CoreLogic Pain and Gain Report

87.7% of homes resell for a profit over March Quarter 2020, while only a minor portion of resales at a loss attributed to COVID-19 shows the latest report

This edition of the Pain and Gain report analyses approximately 72,500 sales that took place over the first quarter of 2020. It highlights how many of these sales made a nominal loss or gain relative to the previous sale.

Nationally, the portion of profit-making sales in the March quarter fell to 87.7% from 88.7% in the December quarter. The total value of gross profit derived from resold dwellings was $19.8 billion. This is down 12.0% from the $22.5 billion gained over the December 2019 quarter, though substantially higher than the $14.3 billion in profit making sales over March 2019 when housing the housing market broadly remained in a downturn. Losses totalled $908.6 million in the March quarter, up from $766 million in the December 2019 quarter.

Eliza Owen, head of research on the latest pain and gain results“There has been an uplift in the portion of loss-making sales over the March quarter. But despite the potential for some fallout from COVID-19 at the end of the quarter, only a small portion of the loss making sales are a reflection of the onset of the pandemic.”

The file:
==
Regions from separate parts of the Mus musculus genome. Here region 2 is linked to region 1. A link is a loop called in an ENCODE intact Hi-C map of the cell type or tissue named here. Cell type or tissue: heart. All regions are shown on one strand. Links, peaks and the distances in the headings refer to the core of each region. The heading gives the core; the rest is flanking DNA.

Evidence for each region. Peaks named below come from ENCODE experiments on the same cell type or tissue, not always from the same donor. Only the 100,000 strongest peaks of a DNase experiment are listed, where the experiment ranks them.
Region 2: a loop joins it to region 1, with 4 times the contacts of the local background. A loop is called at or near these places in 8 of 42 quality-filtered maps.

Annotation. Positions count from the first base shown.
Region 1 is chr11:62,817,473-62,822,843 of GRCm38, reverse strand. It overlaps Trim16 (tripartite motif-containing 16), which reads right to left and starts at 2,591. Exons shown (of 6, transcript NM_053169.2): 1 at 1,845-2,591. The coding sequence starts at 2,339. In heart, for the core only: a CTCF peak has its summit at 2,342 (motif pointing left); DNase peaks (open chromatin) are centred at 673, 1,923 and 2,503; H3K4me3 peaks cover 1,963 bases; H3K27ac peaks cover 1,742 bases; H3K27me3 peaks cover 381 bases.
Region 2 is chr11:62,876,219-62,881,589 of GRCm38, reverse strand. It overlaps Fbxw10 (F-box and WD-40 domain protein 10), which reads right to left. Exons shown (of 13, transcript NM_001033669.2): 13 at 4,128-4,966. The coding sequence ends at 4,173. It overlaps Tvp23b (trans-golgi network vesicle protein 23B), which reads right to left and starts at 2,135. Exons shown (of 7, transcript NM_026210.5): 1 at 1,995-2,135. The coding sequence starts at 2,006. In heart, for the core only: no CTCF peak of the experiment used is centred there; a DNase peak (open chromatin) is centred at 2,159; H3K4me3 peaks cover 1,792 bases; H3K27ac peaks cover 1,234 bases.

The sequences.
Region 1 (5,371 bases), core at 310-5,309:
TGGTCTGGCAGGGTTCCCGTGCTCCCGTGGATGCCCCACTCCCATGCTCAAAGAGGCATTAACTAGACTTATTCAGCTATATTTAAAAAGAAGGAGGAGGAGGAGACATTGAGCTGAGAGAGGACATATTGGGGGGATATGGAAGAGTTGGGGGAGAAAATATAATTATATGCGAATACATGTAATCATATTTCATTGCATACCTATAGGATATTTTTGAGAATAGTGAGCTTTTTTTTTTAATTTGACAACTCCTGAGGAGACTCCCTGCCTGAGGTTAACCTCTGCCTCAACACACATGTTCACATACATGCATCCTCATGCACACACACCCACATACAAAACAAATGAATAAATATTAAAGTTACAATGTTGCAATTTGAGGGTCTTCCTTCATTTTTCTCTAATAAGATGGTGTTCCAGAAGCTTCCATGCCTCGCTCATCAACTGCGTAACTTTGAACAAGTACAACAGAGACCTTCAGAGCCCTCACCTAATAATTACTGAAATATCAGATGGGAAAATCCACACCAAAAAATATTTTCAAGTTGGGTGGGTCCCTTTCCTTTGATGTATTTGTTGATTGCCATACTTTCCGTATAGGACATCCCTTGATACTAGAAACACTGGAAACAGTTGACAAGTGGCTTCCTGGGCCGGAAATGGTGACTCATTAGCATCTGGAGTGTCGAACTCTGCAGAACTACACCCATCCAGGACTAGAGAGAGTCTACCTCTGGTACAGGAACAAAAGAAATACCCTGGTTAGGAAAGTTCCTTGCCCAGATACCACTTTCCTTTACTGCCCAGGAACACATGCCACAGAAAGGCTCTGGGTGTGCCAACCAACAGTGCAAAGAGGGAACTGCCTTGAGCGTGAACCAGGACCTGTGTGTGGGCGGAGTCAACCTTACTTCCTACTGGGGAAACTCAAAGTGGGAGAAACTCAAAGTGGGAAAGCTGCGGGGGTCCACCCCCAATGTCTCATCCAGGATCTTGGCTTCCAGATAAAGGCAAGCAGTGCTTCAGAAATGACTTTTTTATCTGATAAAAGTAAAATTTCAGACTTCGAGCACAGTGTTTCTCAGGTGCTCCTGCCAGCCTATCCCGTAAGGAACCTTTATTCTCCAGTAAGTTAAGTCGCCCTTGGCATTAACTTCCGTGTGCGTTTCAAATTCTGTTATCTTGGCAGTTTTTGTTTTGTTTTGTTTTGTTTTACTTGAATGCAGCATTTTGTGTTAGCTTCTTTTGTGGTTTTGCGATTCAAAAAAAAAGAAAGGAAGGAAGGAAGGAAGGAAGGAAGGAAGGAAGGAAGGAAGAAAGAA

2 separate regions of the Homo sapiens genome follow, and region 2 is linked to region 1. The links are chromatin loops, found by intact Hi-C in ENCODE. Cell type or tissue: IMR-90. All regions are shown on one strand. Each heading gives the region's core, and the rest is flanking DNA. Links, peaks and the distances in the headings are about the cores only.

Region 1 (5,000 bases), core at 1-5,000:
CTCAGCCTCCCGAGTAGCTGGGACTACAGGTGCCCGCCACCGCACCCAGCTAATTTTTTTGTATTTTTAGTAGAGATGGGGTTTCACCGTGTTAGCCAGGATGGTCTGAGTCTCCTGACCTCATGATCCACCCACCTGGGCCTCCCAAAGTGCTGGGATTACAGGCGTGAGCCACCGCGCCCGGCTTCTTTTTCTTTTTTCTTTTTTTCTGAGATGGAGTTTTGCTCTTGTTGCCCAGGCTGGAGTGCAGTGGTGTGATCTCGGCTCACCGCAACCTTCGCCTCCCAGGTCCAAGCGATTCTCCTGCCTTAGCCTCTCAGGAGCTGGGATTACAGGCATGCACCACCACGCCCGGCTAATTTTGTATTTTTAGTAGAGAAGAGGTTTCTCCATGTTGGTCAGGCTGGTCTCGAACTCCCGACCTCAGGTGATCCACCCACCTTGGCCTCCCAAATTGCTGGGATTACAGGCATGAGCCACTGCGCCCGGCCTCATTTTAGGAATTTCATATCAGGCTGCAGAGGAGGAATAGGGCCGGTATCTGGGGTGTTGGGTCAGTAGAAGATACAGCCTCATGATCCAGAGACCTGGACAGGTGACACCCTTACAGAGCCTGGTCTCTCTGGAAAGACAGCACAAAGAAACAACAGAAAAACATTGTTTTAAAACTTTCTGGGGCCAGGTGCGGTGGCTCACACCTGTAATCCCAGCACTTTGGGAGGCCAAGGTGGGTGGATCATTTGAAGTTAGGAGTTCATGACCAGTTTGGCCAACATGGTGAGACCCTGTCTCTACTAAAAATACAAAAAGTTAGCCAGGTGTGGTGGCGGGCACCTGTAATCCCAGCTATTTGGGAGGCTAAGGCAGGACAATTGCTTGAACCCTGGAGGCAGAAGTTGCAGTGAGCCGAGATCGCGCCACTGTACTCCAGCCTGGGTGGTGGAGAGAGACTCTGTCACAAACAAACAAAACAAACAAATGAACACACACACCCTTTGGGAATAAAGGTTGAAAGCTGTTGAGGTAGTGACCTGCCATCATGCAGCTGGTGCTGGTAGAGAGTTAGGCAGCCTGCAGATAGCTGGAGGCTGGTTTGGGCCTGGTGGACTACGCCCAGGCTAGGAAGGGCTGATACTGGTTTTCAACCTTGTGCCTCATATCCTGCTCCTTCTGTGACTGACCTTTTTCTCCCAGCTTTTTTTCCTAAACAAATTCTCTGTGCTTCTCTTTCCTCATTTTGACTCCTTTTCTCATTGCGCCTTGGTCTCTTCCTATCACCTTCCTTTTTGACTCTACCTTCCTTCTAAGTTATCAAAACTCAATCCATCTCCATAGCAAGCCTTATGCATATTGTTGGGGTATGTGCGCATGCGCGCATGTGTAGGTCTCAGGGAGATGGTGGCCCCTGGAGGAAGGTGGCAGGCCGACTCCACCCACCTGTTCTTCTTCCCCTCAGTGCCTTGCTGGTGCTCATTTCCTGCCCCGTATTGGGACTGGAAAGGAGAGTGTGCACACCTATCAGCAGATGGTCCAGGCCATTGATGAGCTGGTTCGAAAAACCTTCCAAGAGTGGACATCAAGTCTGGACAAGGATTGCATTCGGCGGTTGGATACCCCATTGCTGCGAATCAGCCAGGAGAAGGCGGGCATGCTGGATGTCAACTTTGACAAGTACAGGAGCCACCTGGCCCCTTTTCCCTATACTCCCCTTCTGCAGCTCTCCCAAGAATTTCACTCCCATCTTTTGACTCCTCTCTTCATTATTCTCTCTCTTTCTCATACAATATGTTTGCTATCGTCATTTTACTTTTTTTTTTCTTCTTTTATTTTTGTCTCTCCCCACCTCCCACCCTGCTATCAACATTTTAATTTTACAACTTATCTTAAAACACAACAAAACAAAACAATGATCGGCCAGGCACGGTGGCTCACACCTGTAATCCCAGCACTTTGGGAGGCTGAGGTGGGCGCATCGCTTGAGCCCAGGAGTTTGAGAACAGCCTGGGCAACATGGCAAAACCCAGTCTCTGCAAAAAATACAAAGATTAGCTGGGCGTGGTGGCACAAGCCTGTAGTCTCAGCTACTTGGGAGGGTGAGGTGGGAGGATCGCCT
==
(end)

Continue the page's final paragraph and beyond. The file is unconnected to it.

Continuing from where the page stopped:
In the first section of the report, the underlying transaction data shows that the portion of loss-making sales stayed relatively steady with the onset of strict social distancing in late March. This is because the volume of sales has declined, with vendors likely to hold, rather than sell, in a highly uncertain economic period.

CoreLogic estimates of modelled sales volumes suggests that there was a 32.4% decline in transaction activity in April 2020, which then recovered over May and June.

The Pain and Gain results over the second half of 2020 could see an increase in the portion of loss-making sales, but the volume of sales activity may be more subdued, as vendors were less likely to test the market at the height of the pandemic. However, assistance for mortgage holders whose jobs and incomes have been impacted by the pandemic was likely also instrumental in keeping loss making sales low.” said Owen

COVID-19 and loss-making sales

The March quarter does not capture the full extent of the decline in the property market that had resulted from COVID-19, with some of the biggest shocks to real estate transaction activity and the economy concentrated in the June quarter.

However, there was still an impact on the market in Q1. According to a ‘stringency index’ developed by Oxford University, government restrictions in response to the coronavirus, and subsequent dampening of economic activity, increased from mid-march.

The stringency index, which boils down social gathering restrictions, school and business closures and other measures into a single number, shows a significant uplift in the last two weeks of the March quarter.

Over this time, international travel bans were introduced, Australian borders were closed to non-citizens, and licenced premises, restaurants, cinemas, casinos and gyms were closed. From March 25th, open homes and on-site auctions were temporarily banned.

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